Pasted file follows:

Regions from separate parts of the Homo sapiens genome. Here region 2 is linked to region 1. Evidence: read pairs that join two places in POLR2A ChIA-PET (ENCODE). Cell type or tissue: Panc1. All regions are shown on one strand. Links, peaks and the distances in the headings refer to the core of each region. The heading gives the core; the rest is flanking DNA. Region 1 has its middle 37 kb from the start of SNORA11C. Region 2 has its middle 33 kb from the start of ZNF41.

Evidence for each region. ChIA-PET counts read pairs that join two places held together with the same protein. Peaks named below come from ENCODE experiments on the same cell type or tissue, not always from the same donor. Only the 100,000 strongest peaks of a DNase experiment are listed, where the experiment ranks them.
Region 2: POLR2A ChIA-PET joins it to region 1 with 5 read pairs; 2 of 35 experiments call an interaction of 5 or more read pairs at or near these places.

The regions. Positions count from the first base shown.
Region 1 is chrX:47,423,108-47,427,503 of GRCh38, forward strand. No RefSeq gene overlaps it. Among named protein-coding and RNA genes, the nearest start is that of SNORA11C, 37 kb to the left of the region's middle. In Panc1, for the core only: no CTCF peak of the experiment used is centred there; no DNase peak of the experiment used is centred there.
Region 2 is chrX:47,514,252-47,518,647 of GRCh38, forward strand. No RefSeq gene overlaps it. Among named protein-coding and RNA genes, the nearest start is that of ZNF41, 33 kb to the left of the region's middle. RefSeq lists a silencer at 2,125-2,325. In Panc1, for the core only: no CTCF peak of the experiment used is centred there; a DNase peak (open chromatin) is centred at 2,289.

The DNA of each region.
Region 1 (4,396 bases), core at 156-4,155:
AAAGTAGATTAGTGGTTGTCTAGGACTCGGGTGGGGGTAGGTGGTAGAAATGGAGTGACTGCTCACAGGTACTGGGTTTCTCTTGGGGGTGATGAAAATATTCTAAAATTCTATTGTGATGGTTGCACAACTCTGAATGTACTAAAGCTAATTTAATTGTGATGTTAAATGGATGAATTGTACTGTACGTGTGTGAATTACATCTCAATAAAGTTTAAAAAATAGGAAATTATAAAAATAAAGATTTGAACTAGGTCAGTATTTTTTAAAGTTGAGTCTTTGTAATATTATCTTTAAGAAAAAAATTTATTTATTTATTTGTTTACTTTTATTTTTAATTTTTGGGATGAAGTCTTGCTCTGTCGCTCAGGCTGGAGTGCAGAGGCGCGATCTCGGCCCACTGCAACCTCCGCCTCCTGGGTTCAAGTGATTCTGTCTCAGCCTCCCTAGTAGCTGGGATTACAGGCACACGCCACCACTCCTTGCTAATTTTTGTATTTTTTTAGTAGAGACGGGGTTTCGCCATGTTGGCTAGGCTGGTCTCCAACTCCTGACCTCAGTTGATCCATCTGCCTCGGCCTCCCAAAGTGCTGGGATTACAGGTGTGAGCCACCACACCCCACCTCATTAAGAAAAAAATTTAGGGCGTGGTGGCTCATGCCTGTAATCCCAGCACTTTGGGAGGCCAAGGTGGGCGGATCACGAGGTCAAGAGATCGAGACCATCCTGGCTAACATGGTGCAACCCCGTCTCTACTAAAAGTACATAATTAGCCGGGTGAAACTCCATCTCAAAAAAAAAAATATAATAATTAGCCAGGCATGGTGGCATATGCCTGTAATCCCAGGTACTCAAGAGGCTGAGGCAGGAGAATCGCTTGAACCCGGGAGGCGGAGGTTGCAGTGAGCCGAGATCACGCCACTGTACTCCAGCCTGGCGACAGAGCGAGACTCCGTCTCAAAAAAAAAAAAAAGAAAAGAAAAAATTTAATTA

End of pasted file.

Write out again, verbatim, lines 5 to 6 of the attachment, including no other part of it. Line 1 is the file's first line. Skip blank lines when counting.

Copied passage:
Region 1 is chrX:47,423,108-47,427,503 of GRCh38, forward strand. No RefSeq gene overlaps it. Among named protein-coding and RNA genes, the nearest start is that of SNORA11C, 37 kb to the left of the region's middle. In Panc1, for the core only: no CTCF peak of the experiment used is centred there; no DNase peak of the experiment used is centred there.
Region 2 is chrX:47,514,252-47,518,647 of GRCh38, forward strand. No RefSeq gene overlaps it. Among named protein-coding and RNA genes, the nearest start is that of ZNF41, 33 kb to the left of the region's middle. RefSeq lists a silencer at 2,125-2,325. In Panc1, for the core only: no CTCF peak of the experiment used is centred there; a DNase peak (open chromatin) is centred at 2,289.